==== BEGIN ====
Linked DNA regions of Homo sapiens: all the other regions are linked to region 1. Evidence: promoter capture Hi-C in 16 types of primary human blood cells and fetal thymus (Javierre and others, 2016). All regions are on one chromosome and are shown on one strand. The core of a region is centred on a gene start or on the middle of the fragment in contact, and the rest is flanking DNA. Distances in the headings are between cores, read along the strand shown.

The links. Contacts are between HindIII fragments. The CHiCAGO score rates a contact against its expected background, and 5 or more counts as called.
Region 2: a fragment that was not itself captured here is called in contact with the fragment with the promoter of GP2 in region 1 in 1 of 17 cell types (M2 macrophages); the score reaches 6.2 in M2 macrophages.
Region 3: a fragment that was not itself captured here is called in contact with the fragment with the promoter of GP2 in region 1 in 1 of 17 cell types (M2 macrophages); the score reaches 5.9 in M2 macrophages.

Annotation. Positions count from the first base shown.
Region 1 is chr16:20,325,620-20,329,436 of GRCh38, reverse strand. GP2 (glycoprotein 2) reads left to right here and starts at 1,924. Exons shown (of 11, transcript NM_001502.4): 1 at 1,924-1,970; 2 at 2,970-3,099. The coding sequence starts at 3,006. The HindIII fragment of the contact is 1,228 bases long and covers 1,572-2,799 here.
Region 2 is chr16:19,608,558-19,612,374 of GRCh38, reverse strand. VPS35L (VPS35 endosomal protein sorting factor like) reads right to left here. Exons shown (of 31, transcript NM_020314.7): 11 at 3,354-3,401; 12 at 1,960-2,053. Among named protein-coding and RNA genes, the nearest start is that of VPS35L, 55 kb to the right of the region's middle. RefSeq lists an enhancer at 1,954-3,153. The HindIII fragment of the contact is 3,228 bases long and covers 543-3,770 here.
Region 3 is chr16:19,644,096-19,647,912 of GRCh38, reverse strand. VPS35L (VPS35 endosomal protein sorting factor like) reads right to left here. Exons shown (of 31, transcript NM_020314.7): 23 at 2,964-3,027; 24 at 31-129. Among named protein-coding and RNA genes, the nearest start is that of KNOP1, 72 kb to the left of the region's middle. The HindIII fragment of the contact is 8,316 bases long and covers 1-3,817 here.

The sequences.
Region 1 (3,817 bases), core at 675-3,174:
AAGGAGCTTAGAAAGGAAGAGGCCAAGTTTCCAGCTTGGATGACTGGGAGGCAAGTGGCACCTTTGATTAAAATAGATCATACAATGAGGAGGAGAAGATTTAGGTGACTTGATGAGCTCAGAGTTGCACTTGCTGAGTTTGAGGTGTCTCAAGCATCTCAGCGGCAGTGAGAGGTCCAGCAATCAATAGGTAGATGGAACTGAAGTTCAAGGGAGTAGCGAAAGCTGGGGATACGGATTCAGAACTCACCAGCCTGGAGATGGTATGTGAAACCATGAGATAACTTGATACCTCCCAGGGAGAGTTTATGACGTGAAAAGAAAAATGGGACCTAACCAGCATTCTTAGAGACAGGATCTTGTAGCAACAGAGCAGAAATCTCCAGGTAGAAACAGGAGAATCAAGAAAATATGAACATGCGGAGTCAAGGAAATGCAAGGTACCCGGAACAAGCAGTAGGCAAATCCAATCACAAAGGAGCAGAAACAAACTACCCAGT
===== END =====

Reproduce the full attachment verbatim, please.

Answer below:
Linked DNA regions of Homo sapiens: all the other regions are linked to region 1. Evidence: promoter capture Hi-C in 16 types of primary human blood cells and fetal thymus (Javierre and others, 2016). All regions are on one chromosome and are shown on one strand. The core of a region is centred on a gene start or on the middle of the fragment in contact, and the rest is flanking DNA. Distances in the headings are between cores, read along the strand shown.

The links. Contacts are between HindIII fragments. The CHiCAGO score rates a contact against its expected background, and 5 or more counts as called.
Region 2: a fragment that was not itself captured here is called in contact with the fragment with the promoter of GP2 in region 1 in 1 of 17 cell types (M2 macrophages); the score reaches 6.2 in M2 macrophages.
Region 3: a fragment that was not itself captured here is called in contact with the fragment with the promoter of GP2 in region 1 in 1 of 17 cell types (M2 macrophages); the score reaches 5.9 in M2 macrophages.

Annotation. Positions count from the first base shown.
Region 1 is chr16:20,325,620-20,329,436 of GRCh38, reverse strand. GP2 (glycoprotein 2) reads left to right here and starts at 1,924. Exons shown (of 11, transcript NM_001502.4): 1 at 1,924-1,970; 2 at 2,970-3,099. The coding sequence starts at 3,006. The HindIII fragment of the contact is 1,228 bases long and covers 1,572-2,799 here.
Region 2 is chr16:19,608,558-19,612,374 of GRCh38, reverse strand. VPS35L (VPS35 endosomal protein sorting factor like) reads right to left here. Exons shown (of 31, transcript NM_020314.7): 11 at 3,354-3,401; 12 at 1,960-2,053. Among named protein-coding and RNA genes, the nearest start is that of VPS35L, 55 kb to the right of the region's middle. RefSeq lists an enhancer at 1,954-3,153. The HindIII fragment of the contact is 3,228 bases long and covers 543-3,770 here.
Region 3 is chr16:19,644,096-19,647,912 of GRCh38, reverse strand. VPS35L (VPS35 endosomal protein sorting factor like) reads right to left here. Exons shown (of 31, transcript NM_020314.7): 23 at 2,964-3,027; 24 at 31-129. Among named protein-coding and RNA genes, the nearest start is that of KNOP1, 72 kb to the left of the region's middle. The HindIII fragment of the contact is 8,316 bases long and covers 1-3,817 here.

The sequences.
Region 1 (3,817 bases), core at 675-3,174:
AAGGAGCTTAGAAAGGAAGAGGCCAAGTTTCCAGCTTGGATGACTGGGAGGCAAGTGGCACCTTTGATTAAAATAGATCATACAATGAGGAGGAGAAGATTTAGGTGACTTGATGAGCTCAGAGTTGCACTTGCTGAGTTTGAGGTGTCTCAAGCATCTCAGCGGCAGTGAGAGGTCCAGCAATCAATAGGTAGATGGAACTGAAGTTCAAGGGAGTAGCGAAAGCTGGGGATACGGATTCAGAACTCACCAGCCTGGAGATGGTATGTGAAACCATGAGATAACTTGATACCTCCCAGGGAGAGTTTATGACGTGAAAAGAAAAATGGGACCTAACCAGCATTCTTAGAGACAGGATCTTGTAGCAACAGAGCAGAAATCTCCAGGTAGAAACAGGAGAATCAAGAAAATATGAACATGCGGAGTCAAGGAAATGCAAGGTACCCGGAACAAGCAGTAGGCAAATCCAATCACAAAGGAGCAGAAACAAACTACCCAGT